Predicting the UK 2017 General Election

I’m no Nate Silver, nor do I aspire to be, an albeit fictional, Joey Lucas type. I don’t have access to banks of private polling data. I’m an intrigued amateur who predicted the 2015 result (a Conservative majority) with a 1% (3 seats) margin of error, while most of the professionals got it badly wrong. So I thought I’d chance my arm again.

My prediction

Overall I predict the following result for the General Election 2017:

  • Conservatives 338 (+8 seats)
  • Labour 210 (-19 seats)
  • Liberal Democrats 44 (+35 seats)
  • SNP 31 (-23 seats)
  • Others 27 (-1 seats)

This would give the government a small increase in their majority from 17 to 33. The big winners should be the Liberal Democrats, with the SNP and Labour losing c. 20 seats each overall.


An unexpected ‘snap’ General Election was called yesterday by the UK Prime Minister, Theresa May, less than two years since the last election in May 2015. A few things have changed since then, however:

  • EU referendum. The UK held a referendum in June 2016 on whether to leave the EU. This was a promise made by the last Prime Minister, David Cameron, as part of his 2015 election manifesto. The country chose to ‘Brexit’ by a narrow margin of 52:48 on a turnout of 72%.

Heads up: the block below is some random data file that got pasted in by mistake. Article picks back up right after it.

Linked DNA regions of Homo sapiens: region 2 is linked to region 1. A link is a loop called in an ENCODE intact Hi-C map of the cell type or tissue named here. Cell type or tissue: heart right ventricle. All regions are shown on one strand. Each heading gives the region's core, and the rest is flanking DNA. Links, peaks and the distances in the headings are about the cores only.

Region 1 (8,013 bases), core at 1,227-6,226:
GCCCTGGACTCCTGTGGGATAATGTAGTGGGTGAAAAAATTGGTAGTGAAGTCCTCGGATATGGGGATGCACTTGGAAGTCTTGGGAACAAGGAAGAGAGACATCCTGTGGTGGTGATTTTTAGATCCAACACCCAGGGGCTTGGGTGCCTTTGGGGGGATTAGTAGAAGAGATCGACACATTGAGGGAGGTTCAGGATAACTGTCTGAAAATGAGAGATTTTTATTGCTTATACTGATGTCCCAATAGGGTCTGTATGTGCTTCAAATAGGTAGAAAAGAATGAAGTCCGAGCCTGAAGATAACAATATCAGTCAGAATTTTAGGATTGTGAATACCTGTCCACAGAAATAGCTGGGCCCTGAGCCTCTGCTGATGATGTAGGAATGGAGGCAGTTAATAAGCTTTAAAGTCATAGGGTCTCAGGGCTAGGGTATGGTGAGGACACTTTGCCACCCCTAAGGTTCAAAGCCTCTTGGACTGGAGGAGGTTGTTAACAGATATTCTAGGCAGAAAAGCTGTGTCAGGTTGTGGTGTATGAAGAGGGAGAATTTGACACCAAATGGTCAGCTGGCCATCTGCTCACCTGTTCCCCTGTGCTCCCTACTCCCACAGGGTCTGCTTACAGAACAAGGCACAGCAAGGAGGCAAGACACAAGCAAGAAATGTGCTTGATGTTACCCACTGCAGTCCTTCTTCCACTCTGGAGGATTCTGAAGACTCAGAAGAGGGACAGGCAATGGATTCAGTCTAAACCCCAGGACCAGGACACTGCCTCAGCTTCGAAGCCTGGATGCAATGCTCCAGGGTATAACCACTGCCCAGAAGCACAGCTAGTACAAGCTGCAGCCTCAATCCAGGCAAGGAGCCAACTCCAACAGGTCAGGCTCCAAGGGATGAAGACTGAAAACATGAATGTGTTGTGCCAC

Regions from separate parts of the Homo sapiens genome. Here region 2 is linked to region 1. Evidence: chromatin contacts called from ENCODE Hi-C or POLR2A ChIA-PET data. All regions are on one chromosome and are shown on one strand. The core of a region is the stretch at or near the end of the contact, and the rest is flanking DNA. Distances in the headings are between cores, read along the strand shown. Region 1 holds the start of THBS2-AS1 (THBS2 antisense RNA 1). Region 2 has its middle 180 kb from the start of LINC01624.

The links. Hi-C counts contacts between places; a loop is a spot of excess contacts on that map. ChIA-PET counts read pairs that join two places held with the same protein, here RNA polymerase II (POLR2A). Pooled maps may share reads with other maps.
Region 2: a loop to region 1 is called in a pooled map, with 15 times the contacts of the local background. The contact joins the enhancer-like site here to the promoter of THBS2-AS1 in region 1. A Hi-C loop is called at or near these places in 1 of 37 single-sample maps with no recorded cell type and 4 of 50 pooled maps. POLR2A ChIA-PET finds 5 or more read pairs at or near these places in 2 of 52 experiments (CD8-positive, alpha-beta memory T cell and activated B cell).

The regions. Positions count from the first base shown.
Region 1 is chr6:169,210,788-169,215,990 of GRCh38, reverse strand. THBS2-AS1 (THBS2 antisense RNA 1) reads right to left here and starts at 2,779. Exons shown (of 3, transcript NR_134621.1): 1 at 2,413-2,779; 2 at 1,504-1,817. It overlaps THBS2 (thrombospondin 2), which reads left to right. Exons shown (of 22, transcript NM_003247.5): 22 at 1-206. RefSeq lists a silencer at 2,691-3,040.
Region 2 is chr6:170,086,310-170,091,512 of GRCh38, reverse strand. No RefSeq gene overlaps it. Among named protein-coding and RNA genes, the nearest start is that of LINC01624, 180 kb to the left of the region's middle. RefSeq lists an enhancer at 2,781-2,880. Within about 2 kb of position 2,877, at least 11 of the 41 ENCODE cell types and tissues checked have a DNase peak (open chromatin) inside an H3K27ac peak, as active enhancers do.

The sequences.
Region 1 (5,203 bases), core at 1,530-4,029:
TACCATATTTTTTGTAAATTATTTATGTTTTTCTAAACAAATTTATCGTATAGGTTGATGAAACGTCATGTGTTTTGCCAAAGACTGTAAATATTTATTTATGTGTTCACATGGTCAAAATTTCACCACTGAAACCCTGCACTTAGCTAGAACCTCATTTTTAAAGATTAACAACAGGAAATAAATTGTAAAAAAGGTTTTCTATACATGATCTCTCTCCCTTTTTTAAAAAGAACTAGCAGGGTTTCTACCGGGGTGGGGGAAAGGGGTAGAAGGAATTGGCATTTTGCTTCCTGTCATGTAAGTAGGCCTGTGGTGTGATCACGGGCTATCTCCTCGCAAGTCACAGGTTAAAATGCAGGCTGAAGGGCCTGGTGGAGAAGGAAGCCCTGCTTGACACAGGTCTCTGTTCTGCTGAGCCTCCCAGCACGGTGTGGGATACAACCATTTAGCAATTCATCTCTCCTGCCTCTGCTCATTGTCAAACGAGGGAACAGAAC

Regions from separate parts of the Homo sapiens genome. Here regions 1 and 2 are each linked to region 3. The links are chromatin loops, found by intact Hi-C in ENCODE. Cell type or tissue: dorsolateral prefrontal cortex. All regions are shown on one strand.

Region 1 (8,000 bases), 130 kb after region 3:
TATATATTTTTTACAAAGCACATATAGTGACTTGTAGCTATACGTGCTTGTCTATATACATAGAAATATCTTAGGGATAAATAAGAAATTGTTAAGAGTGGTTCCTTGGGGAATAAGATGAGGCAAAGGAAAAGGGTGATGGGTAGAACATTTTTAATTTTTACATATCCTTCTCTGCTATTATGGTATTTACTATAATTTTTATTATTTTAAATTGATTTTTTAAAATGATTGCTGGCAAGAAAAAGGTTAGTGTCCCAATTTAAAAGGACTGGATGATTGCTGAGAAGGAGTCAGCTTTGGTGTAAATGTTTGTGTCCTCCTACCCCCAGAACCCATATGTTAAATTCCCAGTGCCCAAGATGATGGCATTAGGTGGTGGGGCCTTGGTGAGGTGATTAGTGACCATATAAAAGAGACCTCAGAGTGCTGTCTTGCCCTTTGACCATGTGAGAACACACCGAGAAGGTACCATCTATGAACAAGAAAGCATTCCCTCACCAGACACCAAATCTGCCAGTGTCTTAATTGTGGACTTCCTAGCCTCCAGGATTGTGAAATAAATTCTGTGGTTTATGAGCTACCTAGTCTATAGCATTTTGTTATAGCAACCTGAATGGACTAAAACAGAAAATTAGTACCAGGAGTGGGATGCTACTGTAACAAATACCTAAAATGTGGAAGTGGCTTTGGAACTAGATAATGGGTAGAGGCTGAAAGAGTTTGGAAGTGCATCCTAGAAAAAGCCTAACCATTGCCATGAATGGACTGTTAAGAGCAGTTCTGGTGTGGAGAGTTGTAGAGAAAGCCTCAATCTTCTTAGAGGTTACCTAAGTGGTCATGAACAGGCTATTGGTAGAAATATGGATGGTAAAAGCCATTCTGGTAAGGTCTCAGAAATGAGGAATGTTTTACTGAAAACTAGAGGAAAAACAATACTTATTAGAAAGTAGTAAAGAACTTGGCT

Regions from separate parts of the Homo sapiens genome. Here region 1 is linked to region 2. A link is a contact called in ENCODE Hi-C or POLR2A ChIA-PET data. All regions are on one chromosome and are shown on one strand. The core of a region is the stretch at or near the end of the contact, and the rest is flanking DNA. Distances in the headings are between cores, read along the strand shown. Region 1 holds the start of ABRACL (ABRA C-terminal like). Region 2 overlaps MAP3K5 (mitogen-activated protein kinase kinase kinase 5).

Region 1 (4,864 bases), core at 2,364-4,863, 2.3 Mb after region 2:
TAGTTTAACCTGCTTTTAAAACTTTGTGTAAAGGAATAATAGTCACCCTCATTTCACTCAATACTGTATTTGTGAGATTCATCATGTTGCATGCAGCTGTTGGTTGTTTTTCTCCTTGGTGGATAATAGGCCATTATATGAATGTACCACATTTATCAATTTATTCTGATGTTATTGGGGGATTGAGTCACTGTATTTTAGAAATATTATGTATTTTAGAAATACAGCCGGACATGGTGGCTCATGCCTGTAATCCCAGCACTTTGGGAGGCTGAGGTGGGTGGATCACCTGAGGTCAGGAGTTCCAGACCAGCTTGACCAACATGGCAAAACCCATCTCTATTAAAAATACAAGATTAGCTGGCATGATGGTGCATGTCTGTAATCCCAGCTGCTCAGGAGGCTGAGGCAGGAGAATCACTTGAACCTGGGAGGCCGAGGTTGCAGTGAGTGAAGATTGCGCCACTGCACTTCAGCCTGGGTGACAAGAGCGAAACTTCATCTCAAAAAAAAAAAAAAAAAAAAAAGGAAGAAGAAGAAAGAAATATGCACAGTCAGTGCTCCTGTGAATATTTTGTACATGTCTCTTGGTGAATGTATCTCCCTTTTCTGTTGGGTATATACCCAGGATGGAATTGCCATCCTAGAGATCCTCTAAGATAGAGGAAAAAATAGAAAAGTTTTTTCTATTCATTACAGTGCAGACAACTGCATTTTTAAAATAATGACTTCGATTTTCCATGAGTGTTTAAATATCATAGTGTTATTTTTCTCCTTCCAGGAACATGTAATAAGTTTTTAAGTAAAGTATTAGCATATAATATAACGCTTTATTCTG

• Main party leadership changes. After significant losses in the General Election, both Ed Miliband and Nick Clegg stepped down as leaders of the Labour and Liberal Democrat parties, and were replaced by Jeremy Corbyn and Tim Farron respectively. After the referendum result, David Cameron resigned, and Theresa May became Prime Minister.
  • UKIP. Following a Brexit vote, Nigel Farage stepped down as leader of the UK Independence Party, and was replaced by Paul Nuttall. Given UKIP’s primary goal of the UK leaving the EU is now in progress following the triggering of Article 50 by Theresa May, it is unlikely that UKIP will be able to repeat its 2015 result when it received 13% of the vote (but only a single seat).
  • SNP. The Scottish National Party won an unprecedented 56 of 59 seats in the 2015 General Election. This election followed the 2014 referendum on Scottish independence with the electorate voting 55:45 against ceding from the United Kingdom. The strong support for the SNP in 2015, and the fact that Scotland voted 62:38 to remain in the EU in 2016, has led calls to another referendum on independence by the SNP leader, Nicola Sturgeon.

My hypotheses

My calculations

Engineer by education, Consultant by experience, Entrepreneur at heart. My professional focus is #fintech, I’m an #avgeek, + I occasionally blog about #politics